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Lady Abigail invited the Spanish captain to sit at her right. A young widow, she had the liberty of being a single, rich woman, a liberty well-earned by her brief marriage to that doddering old man, a marriage arranged for her by her dearest father. She had enjoyed these elaborate parties at Penwrick Castle, with visiting dignitaries and merchants, nobles and military, but she couldn’t imagine spending her whole life spent sitting here in this hall, smiling and laughing courteously, feeding them roasted pork and chicken, watching them get drunk on her best ale. She was developing quite an aversion to these men, most of whom were no doubt hoping to eventually share her bed, and more importantly her fortune, and sooner or later she would be forced to marry again. Society would demand it. Women, as everyone knows, are incapable of living alone, maintaining their own estate, defending their possessions. And there was always the threat that the neighboring Count would want to expand his territory. Who would she be able to rally to her defense? She could not bear to be that oaf's wife.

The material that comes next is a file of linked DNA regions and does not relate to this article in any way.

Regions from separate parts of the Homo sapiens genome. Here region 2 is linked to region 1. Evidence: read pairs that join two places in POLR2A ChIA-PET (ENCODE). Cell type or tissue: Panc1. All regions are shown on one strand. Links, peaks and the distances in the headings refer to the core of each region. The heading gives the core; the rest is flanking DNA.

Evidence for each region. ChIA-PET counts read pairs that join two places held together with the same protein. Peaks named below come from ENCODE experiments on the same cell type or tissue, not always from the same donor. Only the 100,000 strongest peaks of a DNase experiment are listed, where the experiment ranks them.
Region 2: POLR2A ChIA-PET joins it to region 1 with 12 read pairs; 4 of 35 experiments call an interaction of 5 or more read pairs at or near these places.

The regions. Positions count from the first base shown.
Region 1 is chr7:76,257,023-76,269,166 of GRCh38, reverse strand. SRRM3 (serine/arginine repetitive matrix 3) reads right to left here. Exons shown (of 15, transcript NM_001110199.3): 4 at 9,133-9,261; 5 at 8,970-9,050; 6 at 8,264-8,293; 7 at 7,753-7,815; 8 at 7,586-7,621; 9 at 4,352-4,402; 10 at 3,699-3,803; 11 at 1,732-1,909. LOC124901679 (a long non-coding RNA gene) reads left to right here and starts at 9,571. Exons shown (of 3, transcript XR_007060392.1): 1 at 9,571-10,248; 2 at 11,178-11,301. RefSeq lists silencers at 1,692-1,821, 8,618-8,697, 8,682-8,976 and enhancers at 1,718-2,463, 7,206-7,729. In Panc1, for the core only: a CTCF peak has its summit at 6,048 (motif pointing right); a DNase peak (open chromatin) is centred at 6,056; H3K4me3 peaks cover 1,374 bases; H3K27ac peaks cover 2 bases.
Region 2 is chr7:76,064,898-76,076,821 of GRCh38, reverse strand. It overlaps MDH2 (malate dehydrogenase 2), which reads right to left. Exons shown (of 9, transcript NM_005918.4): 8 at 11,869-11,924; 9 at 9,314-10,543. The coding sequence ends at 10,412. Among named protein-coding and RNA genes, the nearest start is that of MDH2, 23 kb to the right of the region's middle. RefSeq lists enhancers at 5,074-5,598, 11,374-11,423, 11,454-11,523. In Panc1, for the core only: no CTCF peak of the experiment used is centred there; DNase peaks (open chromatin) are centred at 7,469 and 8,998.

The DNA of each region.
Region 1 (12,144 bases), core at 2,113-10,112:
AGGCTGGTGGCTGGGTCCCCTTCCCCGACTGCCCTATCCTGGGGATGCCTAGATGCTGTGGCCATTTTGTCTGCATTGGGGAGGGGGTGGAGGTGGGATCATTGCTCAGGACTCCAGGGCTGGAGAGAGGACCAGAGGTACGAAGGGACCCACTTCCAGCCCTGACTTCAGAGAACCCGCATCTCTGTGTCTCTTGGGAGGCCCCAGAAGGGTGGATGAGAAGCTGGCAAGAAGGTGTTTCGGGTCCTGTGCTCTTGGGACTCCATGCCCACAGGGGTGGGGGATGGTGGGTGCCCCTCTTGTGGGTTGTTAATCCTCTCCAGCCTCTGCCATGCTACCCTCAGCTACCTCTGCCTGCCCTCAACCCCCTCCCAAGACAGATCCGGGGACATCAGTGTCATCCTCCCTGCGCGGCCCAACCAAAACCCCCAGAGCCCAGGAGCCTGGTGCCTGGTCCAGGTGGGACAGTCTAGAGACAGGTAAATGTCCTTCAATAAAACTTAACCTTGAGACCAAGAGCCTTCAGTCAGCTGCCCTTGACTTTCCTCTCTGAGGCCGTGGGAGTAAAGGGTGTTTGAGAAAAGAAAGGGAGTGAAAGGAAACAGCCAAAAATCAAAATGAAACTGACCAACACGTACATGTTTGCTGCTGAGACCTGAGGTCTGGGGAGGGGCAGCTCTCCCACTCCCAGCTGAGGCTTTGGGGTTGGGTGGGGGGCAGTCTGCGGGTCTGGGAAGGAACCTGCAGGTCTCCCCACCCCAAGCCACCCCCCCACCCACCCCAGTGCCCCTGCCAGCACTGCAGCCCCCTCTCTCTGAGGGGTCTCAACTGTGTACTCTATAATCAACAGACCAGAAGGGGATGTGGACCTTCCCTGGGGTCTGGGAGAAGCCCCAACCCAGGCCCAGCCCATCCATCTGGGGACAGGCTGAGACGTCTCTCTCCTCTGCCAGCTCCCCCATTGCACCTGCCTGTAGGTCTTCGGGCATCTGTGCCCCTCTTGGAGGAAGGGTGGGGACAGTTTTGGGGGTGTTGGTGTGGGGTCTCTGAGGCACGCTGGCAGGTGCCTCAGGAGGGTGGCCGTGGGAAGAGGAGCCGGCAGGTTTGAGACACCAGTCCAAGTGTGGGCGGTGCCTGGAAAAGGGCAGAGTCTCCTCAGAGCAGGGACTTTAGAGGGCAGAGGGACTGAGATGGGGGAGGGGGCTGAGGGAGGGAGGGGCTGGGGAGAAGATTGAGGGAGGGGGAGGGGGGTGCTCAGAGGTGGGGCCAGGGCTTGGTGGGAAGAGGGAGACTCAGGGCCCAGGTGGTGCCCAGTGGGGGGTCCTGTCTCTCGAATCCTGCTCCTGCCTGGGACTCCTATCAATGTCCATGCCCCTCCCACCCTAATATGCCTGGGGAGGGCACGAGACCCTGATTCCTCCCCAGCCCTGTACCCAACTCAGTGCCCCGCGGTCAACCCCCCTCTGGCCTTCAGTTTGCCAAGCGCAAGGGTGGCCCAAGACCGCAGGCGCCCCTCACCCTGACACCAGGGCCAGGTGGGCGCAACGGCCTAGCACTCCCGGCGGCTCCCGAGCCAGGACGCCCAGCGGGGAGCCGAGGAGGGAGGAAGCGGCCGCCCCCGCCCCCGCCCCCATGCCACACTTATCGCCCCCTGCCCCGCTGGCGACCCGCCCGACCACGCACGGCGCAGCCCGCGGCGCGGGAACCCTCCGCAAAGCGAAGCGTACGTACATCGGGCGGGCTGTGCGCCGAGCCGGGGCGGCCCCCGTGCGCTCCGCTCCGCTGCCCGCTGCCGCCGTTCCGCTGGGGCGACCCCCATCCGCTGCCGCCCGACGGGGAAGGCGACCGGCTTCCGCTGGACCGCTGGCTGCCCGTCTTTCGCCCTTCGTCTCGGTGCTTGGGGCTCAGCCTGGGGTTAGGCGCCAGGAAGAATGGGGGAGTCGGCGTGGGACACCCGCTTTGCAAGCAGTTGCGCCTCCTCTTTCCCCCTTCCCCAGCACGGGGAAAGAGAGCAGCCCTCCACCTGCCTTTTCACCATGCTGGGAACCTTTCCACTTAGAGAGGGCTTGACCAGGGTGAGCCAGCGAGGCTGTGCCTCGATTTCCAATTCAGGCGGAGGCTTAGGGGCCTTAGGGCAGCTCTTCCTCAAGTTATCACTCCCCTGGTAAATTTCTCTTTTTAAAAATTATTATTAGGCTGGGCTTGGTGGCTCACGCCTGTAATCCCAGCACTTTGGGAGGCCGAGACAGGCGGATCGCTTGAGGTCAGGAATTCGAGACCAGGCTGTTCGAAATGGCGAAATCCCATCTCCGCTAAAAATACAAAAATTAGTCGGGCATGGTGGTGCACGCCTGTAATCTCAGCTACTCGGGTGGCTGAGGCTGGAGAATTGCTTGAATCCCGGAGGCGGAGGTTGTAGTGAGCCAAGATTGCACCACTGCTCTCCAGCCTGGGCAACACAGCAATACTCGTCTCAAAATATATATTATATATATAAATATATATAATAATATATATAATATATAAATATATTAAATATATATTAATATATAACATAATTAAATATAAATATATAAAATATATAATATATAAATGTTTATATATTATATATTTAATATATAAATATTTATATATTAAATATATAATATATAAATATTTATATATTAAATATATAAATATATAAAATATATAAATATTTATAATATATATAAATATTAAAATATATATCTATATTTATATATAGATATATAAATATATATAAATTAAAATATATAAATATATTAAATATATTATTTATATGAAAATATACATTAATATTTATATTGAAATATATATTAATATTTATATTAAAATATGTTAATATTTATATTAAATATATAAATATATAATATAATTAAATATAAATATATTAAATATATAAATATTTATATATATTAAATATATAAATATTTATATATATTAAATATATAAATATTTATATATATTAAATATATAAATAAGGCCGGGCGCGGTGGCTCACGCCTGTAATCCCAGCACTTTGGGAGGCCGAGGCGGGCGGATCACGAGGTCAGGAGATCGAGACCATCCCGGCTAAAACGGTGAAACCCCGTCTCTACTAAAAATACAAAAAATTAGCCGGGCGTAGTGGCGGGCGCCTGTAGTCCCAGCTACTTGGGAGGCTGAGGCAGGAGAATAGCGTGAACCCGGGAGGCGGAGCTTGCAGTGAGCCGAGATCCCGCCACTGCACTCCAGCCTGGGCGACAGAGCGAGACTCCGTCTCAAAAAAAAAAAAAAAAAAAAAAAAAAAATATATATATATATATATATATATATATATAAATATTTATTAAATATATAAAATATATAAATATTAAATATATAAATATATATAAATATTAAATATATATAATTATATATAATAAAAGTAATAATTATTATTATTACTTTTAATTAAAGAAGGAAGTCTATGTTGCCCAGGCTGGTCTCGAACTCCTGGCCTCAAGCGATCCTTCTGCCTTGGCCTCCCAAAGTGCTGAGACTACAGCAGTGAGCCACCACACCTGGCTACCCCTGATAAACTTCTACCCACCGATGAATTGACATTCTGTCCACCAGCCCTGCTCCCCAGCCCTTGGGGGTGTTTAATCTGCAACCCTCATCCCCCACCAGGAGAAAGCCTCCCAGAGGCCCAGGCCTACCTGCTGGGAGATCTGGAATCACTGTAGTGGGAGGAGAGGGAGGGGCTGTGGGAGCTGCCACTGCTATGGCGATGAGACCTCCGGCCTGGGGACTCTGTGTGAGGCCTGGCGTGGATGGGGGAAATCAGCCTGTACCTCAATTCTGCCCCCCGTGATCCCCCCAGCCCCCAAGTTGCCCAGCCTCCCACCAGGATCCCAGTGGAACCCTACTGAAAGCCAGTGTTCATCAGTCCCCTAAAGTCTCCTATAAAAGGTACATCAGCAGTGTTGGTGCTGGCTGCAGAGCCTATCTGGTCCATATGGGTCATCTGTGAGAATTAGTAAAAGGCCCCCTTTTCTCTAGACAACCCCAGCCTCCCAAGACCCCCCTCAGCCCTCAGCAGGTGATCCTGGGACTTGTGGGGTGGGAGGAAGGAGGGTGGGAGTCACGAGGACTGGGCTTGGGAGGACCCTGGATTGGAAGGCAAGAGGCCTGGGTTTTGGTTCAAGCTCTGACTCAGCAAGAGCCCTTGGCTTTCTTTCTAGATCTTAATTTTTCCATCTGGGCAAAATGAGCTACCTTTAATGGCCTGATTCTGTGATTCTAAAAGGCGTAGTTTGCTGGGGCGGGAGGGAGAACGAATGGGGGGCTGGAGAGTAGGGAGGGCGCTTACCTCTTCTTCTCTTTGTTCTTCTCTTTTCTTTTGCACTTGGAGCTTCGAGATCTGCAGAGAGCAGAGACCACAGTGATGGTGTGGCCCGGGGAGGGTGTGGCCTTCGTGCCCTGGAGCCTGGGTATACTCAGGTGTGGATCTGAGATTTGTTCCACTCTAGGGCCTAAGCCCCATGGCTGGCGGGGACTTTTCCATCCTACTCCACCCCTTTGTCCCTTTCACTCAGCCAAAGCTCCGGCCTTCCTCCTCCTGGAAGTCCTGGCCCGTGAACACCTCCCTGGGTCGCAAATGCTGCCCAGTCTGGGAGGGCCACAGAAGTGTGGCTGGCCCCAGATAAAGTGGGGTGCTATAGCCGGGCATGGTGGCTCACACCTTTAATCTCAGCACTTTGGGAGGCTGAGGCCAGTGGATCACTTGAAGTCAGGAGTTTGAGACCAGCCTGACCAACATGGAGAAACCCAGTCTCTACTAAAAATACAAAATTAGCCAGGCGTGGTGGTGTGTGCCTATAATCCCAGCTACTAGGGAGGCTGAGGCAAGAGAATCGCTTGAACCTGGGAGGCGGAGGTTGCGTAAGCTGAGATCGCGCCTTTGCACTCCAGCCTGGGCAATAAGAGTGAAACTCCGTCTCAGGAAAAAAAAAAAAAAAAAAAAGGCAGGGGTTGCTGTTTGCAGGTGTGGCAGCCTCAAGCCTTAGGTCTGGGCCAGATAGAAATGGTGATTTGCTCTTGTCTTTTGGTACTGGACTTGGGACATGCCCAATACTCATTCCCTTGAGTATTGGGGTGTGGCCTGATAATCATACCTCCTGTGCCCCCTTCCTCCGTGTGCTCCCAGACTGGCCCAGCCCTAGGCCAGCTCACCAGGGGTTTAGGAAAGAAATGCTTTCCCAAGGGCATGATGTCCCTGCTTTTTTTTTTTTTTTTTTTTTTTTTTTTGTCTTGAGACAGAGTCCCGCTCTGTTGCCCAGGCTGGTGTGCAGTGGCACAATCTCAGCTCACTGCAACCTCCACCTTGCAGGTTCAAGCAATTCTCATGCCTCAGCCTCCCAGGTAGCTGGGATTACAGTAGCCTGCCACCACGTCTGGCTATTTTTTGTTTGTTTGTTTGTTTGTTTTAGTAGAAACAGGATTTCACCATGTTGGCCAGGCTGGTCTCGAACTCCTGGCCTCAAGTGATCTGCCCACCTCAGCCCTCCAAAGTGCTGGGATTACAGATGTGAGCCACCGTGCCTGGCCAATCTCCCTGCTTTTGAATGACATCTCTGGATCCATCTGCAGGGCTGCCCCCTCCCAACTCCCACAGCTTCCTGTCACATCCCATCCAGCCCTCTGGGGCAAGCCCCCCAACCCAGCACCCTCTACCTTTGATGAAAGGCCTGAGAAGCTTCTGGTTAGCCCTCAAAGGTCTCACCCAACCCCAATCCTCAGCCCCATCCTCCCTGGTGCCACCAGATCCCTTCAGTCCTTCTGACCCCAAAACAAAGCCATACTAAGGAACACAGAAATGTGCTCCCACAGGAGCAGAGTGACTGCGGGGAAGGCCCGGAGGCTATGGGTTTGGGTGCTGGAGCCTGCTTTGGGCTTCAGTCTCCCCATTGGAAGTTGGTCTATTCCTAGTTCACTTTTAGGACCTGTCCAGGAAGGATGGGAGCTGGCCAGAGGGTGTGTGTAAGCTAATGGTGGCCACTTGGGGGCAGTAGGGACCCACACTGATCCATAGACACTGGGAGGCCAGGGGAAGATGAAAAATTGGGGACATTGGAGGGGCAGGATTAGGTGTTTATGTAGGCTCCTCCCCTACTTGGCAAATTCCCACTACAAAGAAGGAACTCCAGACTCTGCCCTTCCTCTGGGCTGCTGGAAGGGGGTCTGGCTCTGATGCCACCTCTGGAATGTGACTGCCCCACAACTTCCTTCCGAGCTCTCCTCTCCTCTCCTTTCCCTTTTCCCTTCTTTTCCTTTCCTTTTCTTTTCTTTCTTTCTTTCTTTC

Still, she touched the Captain’s knee flirtatiously as he boasted about his ship, how fast it was, how agile, how much cargo was aboard even now, realizing her advantage. She had come to a decision. She was leaving. She would be in control of her life. Most of the crew were here at the castle; they would all be passed out soon enough. Tonight, she would take the most loyal, competent men in her employ, and row out to the ship sitting in the harbor. She was certain that with her charm, wits and revolver, she would be able to convince the remaining Spaniards that the ship was now hers. And whoever couldn’t be convinced would simply be shot and dumped overboard.
Abigail daintily stepped over the dead man at her feet. It was a shame, but even drunk, Captain Burton should have known better than to assume she would spend her time with him. She had enjoyed their interlude last time she was in port, but no man had a right to her. She left the reeking body in the alley.
Ah, but she did love St. Mary’s, a town after her own heart. It left you alone, on your own for better or worse. You had to earn respect here, but it was given to men and women alike. She sold her cargo to the merchant’s at this port whenever possible and always felt rejuvenated after a brief stay, ready to head back out to sea. The sun was setting, staining the sky with oranges and reds, but the lights outlining the Phantom, glowed menacingly. Abigail slowly removed her goggles, ignoring the waves’ spray, and looked proudly at her ship.
Pirate Flash Fiction post based on image source, by Carol of Carol's Notebook created for ...and a bottle o'rum event.
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